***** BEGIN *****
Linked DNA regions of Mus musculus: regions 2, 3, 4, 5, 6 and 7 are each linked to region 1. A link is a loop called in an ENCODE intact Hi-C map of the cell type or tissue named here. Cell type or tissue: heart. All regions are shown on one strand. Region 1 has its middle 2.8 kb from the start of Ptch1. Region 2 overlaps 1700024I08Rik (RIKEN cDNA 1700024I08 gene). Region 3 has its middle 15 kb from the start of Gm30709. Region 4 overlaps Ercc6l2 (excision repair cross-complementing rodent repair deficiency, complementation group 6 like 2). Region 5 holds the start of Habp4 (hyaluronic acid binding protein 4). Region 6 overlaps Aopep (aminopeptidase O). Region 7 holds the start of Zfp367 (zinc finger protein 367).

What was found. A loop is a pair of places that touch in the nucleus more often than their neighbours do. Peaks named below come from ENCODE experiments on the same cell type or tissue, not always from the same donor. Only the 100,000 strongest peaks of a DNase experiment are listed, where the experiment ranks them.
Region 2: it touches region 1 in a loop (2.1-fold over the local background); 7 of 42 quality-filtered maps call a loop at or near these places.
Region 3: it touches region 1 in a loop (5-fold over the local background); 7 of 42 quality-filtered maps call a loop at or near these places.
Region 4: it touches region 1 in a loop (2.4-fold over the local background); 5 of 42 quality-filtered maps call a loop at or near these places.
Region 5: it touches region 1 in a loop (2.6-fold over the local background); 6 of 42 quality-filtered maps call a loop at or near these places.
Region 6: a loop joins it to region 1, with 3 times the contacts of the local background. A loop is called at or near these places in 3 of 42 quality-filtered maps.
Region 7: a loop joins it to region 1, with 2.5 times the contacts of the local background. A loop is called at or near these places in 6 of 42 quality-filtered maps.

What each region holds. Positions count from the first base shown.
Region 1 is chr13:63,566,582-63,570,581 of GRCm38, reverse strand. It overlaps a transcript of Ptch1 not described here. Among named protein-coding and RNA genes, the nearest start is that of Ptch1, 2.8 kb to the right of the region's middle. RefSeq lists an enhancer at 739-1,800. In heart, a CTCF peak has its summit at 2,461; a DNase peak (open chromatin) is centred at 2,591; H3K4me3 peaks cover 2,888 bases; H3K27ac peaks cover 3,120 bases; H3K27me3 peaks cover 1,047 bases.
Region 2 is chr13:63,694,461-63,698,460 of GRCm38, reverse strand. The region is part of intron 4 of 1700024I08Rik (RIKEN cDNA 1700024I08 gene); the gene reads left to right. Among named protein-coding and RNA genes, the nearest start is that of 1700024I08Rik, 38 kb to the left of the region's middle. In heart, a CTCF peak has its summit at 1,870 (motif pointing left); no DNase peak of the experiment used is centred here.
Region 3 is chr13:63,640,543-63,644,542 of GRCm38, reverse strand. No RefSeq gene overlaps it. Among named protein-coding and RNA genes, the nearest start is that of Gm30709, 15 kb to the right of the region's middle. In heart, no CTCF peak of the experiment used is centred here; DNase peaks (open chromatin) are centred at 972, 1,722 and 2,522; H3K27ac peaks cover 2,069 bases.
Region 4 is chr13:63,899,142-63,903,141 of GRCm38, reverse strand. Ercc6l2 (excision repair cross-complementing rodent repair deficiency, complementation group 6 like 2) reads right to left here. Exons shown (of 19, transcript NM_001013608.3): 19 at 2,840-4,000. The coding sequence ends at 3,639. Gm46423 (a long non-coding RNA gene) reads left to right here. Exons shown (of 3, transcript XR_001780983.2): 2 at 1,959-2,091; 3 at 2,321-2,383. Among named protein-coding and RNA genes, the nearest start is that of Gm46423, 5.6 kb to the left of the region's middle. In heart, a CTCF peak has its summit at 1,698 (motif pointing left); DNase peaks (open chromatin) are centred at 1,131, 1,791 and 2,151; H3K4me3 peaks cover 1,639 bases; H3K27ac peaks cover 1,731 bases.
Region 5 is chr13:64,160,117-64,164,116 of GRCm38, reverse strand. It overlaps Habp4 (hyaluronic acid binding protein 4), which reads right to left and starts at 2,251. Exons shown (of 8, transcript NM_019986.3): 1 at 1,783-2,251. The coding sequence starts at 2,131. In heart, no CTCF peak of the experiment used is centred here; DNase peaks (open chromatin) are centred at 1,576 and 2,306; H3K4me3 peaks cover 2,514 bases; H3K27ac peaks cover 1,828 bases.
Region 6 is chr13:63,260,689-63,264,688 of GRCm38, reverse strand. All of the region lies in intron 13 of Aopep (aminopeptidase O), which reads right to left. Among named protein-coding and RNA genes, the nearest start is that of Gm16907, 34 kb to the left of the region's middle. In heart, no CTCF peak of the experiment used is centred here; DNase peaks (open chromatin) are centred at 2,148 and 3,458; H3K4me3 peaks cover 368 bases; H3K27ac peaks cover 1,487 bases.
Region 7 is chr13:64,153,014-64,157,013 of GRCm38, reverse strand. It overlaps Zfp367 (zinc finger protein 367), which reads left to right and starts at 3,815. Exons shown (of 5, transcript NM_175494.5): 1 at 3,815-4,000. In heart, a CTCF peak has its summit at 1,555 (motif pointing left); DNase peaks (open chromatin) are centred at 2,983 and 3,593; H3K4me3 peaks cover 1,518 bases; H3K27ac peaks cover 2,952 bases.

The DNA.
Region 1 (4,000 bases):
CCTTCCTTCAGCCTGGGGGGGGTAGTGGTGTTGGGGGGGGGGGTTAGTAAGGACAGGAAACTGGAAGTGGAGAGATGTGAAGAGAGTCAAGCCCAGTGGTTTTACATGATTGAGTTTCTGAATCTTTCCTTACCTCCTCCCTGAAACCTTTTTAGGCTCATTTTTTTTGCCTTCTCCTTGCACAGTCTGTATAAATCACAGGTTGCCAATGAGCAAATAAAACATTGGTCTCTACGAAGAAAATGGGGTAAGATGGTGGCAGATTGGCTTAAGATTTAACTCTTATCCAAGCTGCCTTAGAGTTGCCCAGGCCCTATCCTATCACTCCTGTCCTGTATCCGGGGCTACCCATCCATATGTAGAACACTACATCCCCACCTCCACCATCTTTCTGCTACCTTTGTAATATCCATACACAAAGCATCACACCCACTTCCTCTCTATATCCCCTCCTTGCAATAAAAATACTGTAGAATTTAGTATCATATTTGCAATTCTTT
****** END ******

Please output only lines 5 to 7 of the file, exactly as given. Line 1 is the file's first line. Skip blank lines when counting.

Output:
Region 4: it touches region 1 in a loop (2.4-fold over the local background); 5 of 42 quality-filtered maps call a loop at or near these places.
Region 5: it touches region 1 in a loop (2.6-fold over the local background); 6 of 42 quality-filtered maps call a loop at or near these places.
Region 6: a loop joins it to region 1, with 3 times the contacts of the local background. A loop is called at or near these places in 3 of 42 quality-filtered maps.